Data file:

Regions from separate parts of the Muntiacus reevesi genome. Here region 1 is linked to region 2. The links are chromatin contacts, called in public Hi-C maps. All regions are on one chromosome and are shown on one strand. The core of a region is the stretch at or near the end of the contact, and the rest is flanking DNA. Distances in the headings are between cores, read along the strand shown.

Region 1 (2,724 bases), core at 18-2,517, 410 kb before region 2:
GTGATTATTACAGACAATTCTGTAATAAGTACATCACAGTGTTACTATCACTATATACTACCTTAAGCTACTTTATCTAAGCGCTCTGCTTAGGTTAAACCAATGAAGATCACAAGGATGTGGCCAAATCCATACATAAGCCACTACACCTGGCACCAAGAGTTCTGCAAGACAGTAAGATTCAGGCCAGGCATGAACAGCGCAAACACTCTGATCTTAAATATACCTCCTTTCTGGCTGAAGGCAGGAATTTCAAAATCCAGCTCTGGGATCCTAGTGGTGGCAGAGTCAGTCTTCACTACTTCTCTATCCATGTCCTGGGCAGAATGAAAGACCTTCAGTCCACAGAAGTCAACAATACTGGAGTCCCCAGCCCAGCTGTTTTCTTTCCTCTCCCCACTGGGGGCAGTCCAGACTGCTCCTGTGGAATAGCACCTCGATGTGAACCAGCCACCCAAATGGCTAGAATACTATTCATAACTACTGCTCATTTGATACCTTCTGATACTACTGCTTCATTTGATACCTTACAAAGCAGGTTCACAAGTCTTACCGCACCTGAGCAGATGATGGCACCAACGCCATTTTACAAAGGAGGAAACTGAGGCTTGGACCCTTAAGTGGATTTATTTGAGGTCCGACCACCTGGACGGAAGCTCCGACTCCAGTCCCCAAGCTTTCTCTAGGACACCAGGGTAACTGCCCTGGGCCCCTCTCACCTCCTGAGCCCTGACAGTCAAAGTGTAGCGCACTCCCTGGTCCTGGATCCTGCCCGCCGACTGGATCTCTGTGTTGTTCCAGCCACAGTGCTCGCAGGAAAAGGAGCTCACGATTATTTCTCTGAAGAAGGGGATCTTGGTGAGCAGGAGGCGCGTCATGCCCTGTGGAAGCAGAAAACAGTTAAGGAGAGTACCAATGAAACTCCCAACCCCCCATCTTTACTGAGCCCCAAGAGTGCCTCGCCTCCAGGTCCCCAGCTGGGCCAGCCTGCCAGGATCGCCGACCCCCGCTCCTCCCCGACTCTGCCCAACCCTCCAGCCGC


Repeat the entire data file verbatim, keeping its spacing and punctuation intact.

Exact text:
Regions from separate parts of the Muntiacus reevesi genome. Here region 1 is linked to region 2. The links are chromatin contacts, called in public Hi-C maps. All regions are on one chromosome and are shown on one strand. The core of a region is the stretch at or near the end of the contact, and the rest is flanking DNA. Distances in the headings are between cores, read along the strand shown.

Region 1 (2,724 bases), core at 18-2,517, 410 kb before region 2:
GTGATTATTACAGACAATTCTGTAATAAGTACATCACAGTGTTACTATCACTATATACTACCTTAAGCTACTTTATCTAAGCGCTCTGCTTAGGTTAAACCAATGAAGATCACAAGGATGTGGCCAAATCCATACATAAGCCACTACACCTGGCACCAAGAGTTCTGCAAGACAGTAAGATTCAGGCCAGGCATGAACAGCGCAAACACTCTGATCTTAAATATACCTCCTTTCTGGCTGAAGGCAGGAATTTCAAAATCCAGCTCTGGGATCCTAGTGGTGGCAGAGTCAGTCTTCACTACTTCTCTATCCATGTCCTGGGCAGAATGAAAGACCTTCAGTCCACAGAAGTCAACAATACTGGAGTCCCCAGCCCAGCTGTTTTCTTTCCTCTCCCCACTGGGGGCAGTCCAGACTGCTCCTGTGGAATAGCACCTCGATGTGAACCAGCCACCCAAATGGCTAGAATACTATTCATAACTACTGCTCATTTGATACCTTCTGATACTACTGCTTCATTTGATACCTTACAAAGCAGGTTCACAAGTCTTACCGCACCTGAGCAGATGATGGCACCAACGCCATTTTACAAAGGAGGAAACTGAGGCTTGGACCCTTAAGTGGATTTATTTGAGGTCCGACCACCTGGACGGAAGCTCCGACTCCAGTCCCCAAGCTTTCTCTAGGACACCAGGGTAACTGCCCTGGGCCCCTCTCACCTCCTGAGCCCTGACAGTCAAAGTGTAGCGCACTCCCTGGTCCTGGATCCTGCCCGCCGACTGGATCTCTGTGTTGTTCCAGCCACAGTGCTCGCAGGAAAAGGAGCTCACGATTATTTCTCTGAAGAAGGGGATCTTGGTGAGCAGGAGGCGCGTCATGCCCTGTGGAAGCAGAAAACAGTTAAGGAGAGTACCAATGAAACTCCCAACCCCCCATCTTTACTGAGCCCCAAGAGTGCCTCGCCTCCAGGTCCCCAGCTGGGCCAGCCTGCCAGGATCGCCGACCCCCGCTCCTCCCCGACTCTGCCCAACCCTCCAGCCGC